item recalls

Item Recalls: How They’re Handled at Swap.com!!

Customer safety and satisfaction is of utmost importance to everyone at, and who uses the services of, Swap.com. As an online consignment store, we want to ensure that all items that are listed are safe to all customers who may use or come in contact with them.

When buying items through consignment or receiving them as a hand-me-downs, it is very important to make sure that the items will be safe to use by everyone in the family.  Items could be recalled by a manufacturer for a number of safety issues or product defects. Unfortunately, these defects are often discovered after the product has been purchased and used by many.

How does Swap.com handle item recalls:

Even though our acceptance criteria indicates that recalled items are not to be sold on Swap.com, an item may later be recalled after it is listed. Once we are notified of a product/item recall or discover it through our own item audit, we will unprice the item from the seller’s account and notify them of the recall with information links to the recall details. At this point, sellers can request to have the item sent home– many manufacturers will repair, replace, or refund the recalled item.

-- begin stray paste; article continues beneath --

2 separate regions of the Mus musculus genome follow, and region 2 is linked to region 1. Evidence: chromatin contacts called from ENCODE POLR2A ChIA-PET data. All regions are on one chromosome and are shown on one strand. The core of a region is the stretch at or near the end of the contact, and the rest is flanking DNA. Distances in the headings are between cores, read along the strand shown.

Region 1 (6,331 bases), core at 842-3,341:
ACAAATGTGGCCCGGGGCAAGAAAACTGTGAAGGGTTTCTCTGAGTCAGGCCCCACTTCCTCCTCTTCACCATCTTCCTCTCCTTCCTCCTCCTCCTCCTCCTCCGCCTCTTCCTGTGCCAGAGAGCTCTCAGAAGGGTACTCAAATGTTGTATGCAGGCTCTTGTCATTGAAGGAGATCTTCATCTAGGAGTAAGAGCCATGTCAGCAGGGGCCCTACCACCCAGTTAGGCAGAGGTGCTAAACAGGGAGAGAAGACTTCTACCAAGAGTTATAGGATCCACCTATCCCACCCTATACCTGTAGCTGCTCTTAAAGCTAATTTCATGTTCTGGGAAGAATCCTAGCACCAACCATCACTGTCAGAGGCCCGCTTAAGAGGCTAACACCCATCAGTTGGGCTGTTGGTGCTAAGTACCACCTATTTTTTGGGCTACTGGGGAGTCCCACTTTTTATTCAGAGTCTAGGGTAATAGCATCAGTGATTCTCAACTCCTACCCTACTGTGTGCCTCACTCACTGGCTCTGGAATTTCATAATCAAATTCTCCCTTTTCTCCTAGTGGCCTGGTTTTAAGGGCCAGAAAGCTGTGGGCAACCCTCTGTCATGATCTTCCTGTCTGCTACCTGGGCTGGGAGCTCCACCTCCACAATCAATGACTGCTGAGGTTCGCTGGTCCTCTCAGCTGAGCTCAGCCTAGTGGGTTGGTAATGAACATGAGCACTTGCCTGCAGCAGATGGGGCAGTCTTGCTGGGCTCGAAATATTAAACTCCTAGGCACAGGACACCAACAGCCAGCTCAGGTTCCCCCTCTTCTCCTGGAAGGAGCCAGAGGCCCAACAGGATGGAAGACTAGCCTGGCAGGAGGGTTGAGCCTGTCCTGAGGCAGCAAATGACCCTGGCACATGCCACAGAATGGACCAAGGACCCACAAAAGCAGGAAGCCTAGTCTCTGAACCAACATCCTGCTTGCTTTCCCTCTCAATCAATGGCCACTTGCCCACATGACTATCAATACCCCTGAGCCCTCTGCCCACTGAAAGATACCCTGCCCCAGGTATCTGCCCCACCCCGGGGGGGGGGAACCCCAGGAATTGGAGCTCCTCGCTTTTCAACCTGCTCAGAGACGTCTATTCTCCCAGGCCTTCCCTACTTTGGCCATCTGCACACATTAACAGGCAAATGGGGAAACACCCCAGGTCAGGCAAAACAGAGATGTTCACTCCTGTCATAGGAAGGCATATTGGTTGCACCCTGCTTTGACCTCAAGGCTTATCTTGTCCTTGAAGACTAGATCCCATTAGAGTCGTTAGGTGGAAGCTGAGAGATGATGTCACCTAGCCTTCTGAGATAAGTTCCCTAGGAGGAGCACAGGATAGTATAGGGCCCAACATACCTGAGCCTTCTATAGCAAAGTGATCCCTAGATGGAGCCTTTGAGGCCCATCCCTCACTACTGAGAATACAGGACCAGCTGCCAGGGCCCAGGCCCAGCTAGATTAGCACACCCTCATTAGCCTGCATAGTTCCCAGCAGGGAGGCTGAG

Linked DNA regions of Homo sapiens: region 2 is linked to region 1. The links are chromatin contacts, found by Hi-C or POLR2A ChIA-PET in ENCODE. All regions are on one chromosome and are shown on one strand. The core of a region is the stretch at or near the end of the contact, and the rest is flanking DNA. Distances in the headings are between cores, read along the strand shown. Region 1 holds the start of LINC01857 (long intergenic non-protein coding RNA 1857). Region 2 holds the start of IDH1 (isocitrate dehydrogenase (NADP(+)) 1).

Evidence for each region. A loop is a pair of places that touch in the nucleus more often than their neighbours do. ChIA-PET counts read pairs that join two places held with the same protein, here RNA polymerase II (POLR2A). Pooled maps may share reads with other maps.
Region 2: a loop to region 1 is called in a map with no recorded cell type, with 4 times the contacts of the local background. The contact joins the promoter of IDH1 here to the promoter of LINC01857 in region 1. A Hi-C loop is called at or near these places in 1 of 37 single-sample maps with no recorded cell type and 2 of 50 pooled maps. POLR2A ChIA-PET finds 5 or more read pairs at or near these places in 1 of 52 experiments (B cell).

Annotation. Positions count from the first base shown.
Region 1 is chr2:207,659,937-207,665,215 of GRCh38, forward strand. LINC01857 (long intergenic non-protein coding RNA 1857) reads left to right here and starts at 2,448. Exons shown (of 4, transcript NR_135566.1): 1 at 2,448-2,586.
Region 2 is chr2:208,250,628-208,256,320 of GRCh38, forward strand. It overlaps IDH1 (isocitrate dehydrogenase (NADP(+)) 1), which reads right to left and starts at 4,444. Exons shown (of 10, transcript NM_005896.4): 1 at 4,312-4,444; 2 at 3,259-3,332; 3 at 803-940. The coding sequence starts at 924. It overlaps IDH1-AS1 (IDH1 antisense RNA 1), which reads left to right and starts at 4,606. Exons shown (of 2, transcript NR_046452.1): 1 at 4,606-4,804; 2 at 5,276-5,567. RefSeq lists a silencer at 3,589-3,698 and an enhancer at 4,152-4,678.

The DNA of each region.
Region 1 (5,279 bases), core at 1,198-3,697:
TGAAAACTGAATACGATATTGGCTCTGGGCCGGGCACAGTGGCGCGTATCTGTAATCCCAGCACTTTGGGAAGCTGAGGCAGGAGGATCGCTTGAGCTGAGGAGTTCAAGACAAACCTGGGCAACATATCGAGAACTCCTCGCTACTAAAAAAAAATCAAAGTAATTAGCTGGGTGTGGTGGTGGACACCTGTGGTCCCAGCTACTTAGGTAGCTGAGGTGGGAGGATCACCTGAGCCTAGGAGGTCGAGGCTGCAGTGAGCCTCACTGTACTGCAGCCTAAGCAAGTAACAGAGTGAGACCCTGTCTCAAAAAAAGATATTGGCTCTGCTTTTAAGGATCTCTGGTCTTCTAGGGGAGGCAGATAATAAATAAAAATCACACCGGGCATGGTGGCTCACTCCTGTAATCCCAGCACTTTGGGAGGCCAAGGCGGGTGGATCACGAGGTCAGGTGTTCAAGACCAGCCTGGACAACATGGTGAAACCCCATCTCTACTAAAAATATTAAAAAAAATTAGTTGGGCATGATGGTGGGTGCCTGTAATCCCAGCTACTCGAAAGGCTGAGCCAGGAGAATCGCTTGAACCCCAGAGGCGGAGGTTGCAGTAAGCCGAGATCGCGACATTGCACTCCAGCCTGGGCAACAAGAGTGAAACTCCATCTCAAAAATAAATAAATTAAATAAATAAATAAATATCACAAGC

Item recalls within the past 6 months:

April 5, 2016 CPSC; Givenchy is voluntarily recalling its men’s silk T-shirts because the T-shirts fail to meet the federal flammability standards for wearing apparel, posing a burn hazard to consumers. Units: Approximately 60.

April 4, 2016 CPSC; Eleanor Rose is voluntarily recalling its children’s loungewear because the loungewear fails to meet federal flammability standards for children’s sleepwear, posing a burn hazard to children. Units: Approximately 5,900.

April 13, 2016 CPSC; Rollerblade USA is voluntarily recalling its rollerblade inline skating helmets because the helmet’s plastic shell can crack where the straps attach, causing the helmet to shift and move on the wearer’s head, posing a head injury hazard to the user in the event of a fall. Units: Approximately 500.